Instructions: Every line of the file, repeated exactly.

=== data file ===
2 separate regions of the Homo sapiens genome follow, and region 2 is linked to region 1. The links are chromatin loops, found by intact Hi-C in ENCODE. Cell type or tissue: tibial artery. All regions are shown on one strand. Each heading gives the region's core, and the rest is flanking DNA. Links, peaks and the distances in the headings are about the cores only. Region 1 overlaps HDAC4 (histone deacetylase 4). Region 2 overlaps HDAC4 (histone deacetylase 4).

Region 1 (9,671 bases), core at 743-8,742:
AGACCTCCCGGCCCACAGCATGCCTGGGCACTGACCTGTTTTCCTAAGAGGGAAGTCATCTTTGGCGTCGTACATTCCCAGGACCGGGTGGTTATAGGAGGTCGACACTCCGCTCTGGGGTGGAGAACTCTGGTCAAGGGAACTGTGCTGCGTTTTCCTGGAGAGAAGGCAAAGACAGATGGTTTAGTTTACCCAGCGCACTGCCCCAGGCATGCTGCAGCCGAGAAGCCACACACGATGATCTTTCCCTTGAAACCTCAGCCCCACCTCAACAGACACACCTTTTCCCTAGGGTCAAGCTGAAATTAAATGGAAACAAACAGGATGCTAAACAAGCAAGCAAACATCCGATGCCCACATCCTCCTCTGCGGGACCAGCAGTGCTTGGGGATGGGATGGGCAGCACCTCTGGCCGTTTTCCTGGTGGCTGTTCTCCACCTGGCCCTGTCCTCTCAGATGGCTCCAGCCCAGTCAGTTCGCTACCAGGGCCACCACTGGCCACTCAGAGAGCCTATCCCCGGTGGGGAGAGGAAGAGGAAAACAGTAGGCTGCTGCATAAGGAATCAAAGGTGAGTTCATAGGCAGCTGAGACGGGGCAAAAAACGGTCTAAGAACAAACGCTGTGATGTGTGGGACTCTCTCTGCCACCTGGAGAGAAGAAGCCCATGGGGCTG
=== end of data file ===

2 separate regions of the Homo sapiens genome follow, and region 2 is linked to region 1. The links are chromatin loops, found by intact Hi-C in ENCODE. Cell type or tissue: tibial artery. All regions are shown on one strand. Each heading gives the region's core, and the rest is flanking DNA. Links, peaks and the distances in the headings are about the cores only. Region 1 overlaps HDAC4 (histone deacetylase 4). Region 2 overlaps HDAC4 (histone deacetylase 4).

Region 1 (9,671 bases), core at 743-8,742:
AGACCTCCCGGCCCACAGCATGCCTGGGCACTGACCTGTTTTCCTAAGAGGGAAGTCATCTTTGGCGTCGTACATTCCCAGGACCGGGTGGTTATAGGAGGTCGACACTCCGCTCTGGGGTGGAGAACTCTGGTCAAGGGAACTGTGCTGCGTTTTCCTGGAGAGAAGGCAAAGACAGATGGTTTAGTTTACCCAGCGCACTGCCCCAGGCATGCTGCAGCCGAGAAGCCACACACGATGATCTTTCCCTTGAAACCTCAGCCCCACCTCAACAGACACACCTTTTCCCTAGGGTCAAGCTGAAATTAAATGGAAACAAACAGGATGCTAAACAAGCAAGCAAACATCCGATGCCCACATCCTCCTCTGCGGGACCAGCAGTGCTTGGGGATGGGATGGGCAGCACCTCTGGCCGTTTTCCTGGTGGCTGTTCTCCACCTGGCCCTGTCCTCTCAGATGGCTCCAGCCCAGTCAGTTCGCTACCAGGGCCACCACTGGCCACTCAGAGAGCCTATCCCCGGTGGGGAGAGGAAGAGGAAAACAGTAGGCTGCTGCATAAGGAATCAAAGGTGAGTTCATAGGCAGCTGAGACGGGGCAAAAAACGGTCTAAGAACAAACGCTGTGATGTGTGGGACTCTCTCTGCCACCTGGAGAGAAGAAGCCCATGGGGCTG